03/25/2020

BY RUTH FARRAR, COO

When I first heard of the COVID-19 crisis described as this generation’s “World War II moment,” I was intimidated. The stories of sacrifice and heroism from that era are larger than life. Soldiers risked life and limb to liberate allied cities and rescue fallen comrades. Prisoners of War endured torture and isolation without breaking. On the home-front, women stepped up and kept the factories going that fed our wartime machine. We’re talking big things that I can’t imagine doing.

Are you one of the lucky ones who has heard your parents or grandparents talk about that time? Mine didn’t talk much about it, but I remember helping clean out my grandmother’s garage after we moved her to an apartment. I found a box full of metal hook and eye clasps that she had clipped off of old bras.

At first, I chuckled – she was what we lovingly called frugal. It didn’t take long to realize, though, it was a habit formed in wartime. One of the calls to action was to save scrap metal to support our military manufacturing efforts, and every little bit mattered. It made the stories of sacrifice real – everyone pitched in back then.

Fast-forward to today. In the US, we have grown accustomed to complex customized coffee orders, information curated to our specific point of view, and the near-instant gratification of nearly everything one’s heart might desire at the click of button. For a long time, the “me” has been more important than the “we.”

Enter the novel coronavirus pandemic. The undercurrents of wartime get stronger every day – rationing at the grocery store, invocation of the Defense Production Act, appreciation of our “frontline heroes” – but this time we are fighting an invisible enemy. Historically, Americans react well in times of crisis. We come together to clear debris, cook meals, champion causes and signal unity by with rubber bracelets… We donate blood, goods, and money. I’m always proud to be an American when I see how we rise up and care for one another in crisis.

True to form, everyone I talk to wants to do something; to take action. It feels inadequate, almost unsettling, then, that what we can do is more about not doing. We need to not gather in groups, not go out, not expose others. We need to tamp down our anxiety and not buy large volumes of what we fear we’ll run out of. We are a nation that prefers action in tangible form, and we are being told to stay home.

True to form, everyone I talk to wants to do something; to take action. It feels inadequate, almost unsettling, then, that what we can do is more about not doing.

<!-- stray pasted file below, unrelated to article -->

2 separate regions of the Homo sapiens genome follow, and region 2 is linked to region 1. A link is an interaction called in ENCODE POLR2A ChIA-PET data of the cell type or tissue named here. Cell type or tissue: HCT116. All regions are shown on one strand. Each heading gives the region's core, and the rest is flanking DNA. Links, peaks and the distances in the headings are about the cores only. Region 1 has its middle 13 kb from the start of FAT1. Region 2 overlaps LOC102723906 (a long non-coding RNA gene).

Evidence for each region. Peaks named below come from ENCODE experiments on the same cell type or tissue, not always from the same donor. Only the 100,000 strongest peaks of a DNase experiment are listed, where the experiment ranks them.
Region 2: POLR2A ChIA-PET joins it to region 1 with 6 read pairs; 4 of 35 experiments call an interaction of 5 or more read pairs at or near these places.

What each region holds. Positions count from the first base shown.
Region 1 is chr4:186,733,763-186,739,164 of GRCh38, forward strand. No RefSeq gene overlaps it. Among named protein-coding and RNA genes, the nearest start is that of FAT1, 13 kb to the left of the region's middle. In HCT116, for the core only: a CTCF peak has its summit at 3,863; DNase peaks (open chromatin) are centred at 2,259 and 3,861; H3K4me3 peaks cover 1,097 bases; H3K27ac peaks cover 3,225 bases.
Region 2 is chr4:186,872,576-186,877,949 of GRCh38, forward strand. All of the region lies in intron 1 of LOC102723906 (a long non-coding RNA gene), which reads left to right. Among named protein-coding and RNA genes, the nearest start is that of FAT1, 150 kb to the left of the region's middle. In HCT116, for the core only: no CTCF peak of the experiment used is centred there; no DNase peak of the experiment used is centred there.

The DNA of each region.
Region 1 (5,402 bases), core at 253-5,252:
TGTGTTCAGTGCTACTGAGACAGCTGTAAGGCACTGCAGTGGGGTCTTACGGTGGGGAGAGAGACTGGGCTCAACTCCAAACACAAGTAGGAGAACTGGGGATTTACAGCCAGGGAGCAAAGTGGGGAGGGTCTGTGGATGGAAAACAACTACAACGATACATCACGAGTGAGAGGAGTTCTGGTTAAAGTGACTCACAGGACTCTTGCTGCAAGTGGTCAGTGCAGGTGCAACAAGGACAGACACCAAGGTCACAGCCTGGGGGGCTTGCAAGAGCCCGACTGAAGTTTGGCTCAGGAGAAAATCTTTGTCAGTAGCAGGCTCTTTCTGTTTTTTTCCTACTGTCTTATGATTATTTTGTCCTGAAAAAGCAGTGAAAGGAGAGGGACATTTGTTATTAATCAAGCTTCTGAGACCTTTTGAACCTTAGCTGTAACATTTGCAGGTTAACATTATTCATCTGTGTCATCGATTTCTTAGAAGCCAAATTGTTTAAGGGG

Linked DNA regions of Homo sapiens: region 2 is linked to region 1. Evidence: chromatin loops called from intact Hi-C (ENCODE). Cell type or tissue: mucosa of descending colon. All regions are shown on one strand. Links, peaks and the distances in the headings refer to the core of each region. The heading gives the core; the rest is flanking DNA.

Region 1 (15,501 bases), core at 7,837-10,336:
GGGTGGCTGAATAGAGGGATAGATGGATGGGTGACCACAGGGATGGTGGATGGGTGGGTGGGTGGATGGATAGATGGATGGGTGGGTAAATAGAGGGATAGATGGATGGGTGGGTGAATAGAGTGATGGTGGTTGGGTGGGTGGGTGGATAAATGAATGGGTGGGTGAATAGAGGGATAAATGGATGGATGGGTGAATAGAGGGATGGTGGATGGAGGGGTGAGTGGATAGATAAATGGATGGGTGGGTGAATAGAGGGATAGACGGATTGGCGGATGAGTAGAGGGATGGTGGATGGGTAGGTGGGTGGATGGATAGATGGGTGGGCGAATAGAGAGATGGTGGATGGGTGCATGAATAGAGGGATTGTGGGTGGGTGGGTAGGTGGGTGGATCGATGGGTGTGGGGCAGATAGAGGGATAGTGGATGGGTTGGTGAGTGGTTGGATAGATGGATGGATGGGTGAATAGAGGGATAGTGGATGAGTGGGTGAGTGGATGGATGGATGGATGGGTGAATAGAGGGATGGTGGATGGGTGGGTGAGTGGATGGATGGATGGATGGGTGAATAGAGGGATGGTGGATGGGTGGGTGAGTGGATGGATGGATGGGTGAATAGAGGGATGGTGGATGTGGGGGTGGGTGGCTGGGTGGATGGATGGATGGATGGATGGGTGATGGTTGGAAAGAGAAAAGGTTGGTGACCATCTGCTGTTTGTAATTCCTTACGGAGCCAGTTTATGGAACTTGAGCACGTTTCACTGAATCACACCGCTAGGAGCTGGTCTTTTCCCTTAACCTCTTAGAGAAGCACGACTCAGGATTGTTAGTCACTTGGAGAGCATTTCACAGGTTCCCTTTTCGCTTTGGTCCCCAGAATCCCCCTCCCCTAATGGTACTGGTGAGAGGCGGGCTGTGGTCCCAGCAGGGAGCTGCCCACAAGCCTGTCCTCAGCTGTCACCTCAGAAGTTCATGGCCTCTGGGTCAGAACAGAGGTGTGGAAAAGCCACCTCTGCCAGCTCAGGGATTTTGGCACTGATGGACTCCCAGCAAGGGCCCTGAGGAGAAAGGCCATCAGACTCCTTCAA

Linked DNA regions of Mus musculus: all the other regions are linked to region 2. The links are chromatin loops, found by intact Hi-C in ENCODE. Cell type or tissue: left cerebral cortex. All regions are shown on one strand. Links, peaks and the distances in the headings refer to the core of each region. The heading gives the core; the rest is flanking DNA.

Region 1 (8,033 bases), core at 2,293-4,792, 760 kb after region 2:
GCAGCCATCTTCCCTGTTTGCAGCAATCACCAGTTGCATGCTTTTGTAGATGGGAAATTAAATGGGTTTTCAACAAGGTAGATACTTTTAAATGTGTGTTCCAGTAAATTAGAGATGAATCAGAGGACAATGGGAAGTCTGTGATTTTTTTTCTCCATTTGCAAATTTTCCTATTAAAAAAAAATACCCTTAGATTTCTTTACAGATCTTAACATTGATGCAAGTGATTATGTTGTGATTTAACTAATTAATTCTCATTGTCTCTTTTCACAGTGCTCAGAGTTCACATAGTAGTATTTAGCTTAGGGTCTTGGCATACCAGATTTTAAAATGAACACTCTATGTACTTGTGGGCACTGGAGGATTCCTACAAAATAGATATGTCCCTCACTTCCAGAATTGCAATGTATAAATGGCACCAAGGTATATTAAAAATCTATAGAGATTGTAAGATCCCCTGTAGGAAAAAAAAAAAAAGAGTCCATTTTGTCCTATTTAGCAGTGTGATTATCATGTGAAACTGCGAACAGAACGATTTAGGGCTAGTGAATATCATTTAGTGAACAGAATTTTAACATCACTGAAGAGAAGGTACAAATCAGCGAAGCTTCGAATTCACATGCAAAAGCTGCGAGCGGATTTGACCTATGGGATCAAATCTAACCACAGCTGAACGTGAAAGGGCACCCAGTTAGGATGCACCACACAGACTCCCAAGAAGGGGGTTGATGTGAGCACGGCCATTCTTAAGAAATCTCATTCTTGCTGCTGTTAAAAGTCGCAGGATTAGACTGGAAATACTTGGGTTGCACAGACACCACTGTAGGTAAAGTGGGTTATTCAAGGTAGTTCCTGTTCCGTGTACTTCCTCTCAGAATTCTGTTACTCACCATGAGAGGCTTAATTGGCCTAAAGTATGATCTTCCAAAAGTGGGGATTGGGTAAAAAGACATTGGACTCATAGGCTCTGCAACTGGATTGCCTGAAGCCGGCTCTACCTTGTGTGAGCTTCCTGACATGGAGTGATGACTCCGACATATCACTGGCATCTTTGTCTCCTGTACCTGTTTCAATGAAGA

This “call to action” felt weak compared to the WWII calls for families to grow their own vegetables, women to only purchase what they needed and surrender excess ration coupons, and everyone to repair clothing instead of buying new. To sacrifice was to be patriotic.

This time, the “patriotic acts” are small: cough into your elbow, wash your hands, and practice social distancing.

I was struggling to feel the patriotism in it until I thought of my triplet pregnancy. Chances were very high the babies would be born premature, have health issues, or that we might even lose one, two, or all three of them. “High risk pregnancy” took on new meaning, and I wanted to do everything possible to ensure a good outcome.

But what mattered most was not doing. At 26 weeks, I was put on bedrest. I was allowed to use the restroom and take one quick shower per day, but otherwise was confined to the sofa. My husband and daughter made a little “nest” for me next to the couch – a dorm-sized fridge stocked with food and drink, the TV remote, the phone, and my laptop.

They took excellent care of me, but they couldn’t stop my body from aching. Staying on the couch was torture. I was desperate to stretch, to walk, to have a change of scenery.

But I knew the risks, and I knew I wouldn’t be able to live with myself if something bad happened to the babies due to something I did. Because of that, I was pretty disciplined about staying put. The sofa was my world.

I’ll admit there were times I reached a breaking point and allowed myself to walk into the kitchen and back. Those little “treats” kept me going, but I made sure they were really rare.

So, when the triplets decided it was time to be born at 31 ½ weeks, I accepted that it was just time. I had done what I could. I felt fortunate that they were born relatively healthy, and when I look at my three beautiful 17-year-olds now, I feel beyond blessed.

The feeling that I had done – or not done – everything I could is what I hope we as a nation will feel when we get through this health crisis. That we each did our part, even though the doing is more about not doing.

This is our WWII moment. I believe the ability to sacrifice is within us all. We will get to the other side and look back with pride on how we temporarily gave up some freedom to protect the most vulnerable among us.

We are Americans. Let’s take care of each other. This is our moment to rise up.

This is our WWII moment. I believe the ability to sacrifice is within us all. We will get to the other side and look back with pride on how we temporarily gave up some freedom to protect the most vulnerable among us.

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